For many employers, dealing with employee absenteeism is the legal equivalent of navigating the Bermuda Triangle. That is because when an employee is unable or unwilling to work due to a physical or mental condition, his employer must address and comply with three major employment laws – the Family and Medical Leave Act (FMLA), the Americans with Disabilities Act (ADA), and workers' compensation laws – each of which serve a different purpose.
The FMLA sets mandatory leave requirements and protections. The ADA addresses and prohibits discrimination and may require reasonable accommodations, which may include unpaid leave. And workers’ compensation provides compensation and rehabilitation for injuries suffered in the workplace. When an employee situation implicates more than one, or even all three, of these complex laws even experienced business people and human resource professionals can feel lost.
Consider a common example: an employee is out for an extended period – well beyond her permitted sick or personal leave – and her employer isn’t sure how to address the situation. The “Bermuda Triangle” poses many traps for an unwary employer in even seemingly simple and straightforward scenarios. Some employers confronting this situation would act swiftly and decisively to either fire or discipline the employee, without considering leave implications. Others may hesitate to take any action at all due to fear and uncertainty about the parties’ respective rights. Each action, or inaction, has consequences – none of them good.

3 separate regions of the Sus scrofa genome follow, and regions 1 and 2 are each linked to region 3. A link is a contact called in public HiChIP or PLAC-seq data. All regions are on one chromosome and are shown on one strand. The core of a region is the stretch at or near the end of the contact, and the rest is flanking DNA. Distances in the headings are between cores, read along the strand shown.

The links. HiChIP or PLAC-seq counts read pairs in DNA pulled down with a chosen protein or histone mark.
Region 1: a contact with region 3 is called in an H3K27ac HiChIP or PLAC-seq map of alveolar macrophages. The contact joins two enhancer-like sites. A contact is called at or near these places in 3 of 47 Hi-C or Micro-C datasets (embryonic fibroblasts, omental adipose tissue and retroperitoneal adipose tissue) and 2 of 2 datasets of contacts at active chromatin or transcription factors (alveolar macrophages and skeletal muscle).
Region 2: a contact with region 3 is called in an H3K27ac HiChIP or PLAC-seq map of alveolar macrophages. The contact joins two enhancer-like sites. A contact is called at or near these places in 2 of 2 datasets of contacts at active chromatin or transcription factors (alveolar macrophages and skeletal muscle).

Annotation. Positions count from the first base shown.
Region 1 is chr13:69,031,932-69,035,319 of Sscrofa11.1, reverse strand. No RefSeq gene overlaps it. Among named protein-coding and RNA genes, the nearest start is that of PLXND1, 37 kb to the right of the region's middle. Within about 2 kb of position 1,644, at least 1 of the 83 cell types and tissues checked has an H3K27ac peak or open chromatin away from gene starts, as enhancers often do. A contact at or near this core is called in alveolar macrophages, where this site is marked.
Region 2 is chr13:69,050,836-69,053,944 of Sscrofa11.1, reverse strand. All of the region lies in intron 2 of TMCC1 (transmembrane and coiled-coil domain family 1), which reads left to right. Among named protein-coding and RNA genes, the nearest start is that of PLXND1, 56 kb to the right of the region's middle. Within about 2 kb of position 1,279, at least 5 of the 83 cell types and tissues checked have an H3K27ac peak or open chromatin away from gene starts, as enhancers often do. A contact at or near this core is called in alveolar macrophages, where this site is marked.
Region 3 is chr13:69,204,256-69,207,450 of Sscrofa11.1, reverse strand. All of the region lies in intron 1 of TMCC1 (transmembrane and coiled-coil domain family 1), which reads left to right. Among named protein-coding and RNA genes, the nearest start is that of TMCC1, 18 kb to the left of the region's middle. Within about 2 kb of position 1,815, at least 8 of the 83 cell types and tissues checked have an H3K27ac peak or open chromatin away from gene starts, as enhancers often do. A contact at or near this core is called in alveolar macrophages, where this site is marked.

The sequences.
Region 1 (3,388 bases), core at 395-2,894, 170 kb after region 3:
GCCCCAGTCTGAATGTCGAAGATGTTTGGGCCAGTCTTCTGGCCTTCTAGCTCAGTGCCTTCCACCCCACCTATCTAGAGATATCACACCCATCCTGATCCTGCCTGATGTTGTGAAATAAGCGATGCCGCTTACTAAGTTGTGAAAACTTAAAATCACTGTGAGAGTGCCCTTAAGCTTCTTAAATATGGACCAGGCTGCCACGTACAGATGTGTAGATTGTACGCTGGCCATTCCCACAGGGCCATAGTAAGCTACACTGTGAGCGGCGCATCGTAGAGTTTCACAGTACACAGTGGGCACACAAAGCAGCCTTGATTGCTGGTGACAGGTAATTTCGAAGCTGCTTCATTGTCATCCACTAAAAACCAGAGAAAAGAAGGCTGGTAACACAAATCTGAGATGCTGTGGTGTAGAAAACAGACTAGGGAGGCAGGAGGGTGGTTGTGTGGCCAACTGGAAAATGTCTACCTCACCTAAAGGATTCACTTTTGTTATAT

Taking action that violates these employment laws can expose a company, as well as managers who took the action, to significant liability. Taking no action at all sets bad precedent and impacts culture and morale in the workplace.
So what should an employer do in the face of an employee’s extended absence? Unfortunately there is no secret recipe. Navigating the interplay of these laws requires careful analysis and consideration, as definitions, notice requirements, triggers and documentation requirements differ under each. A good place to start to head off issues before they arise is to develop sound policies and training initiatives for managers and HR professionals.
Supervisory employees should have an understanding of who is covered by each law, what each law requires, and how these laws apply to a particular situation. At a minimum, they should be able to identify red flags that require HR and legal counsel in order to evaluate and resolve.
Contributed by Brian Goodenough, Foster Swift.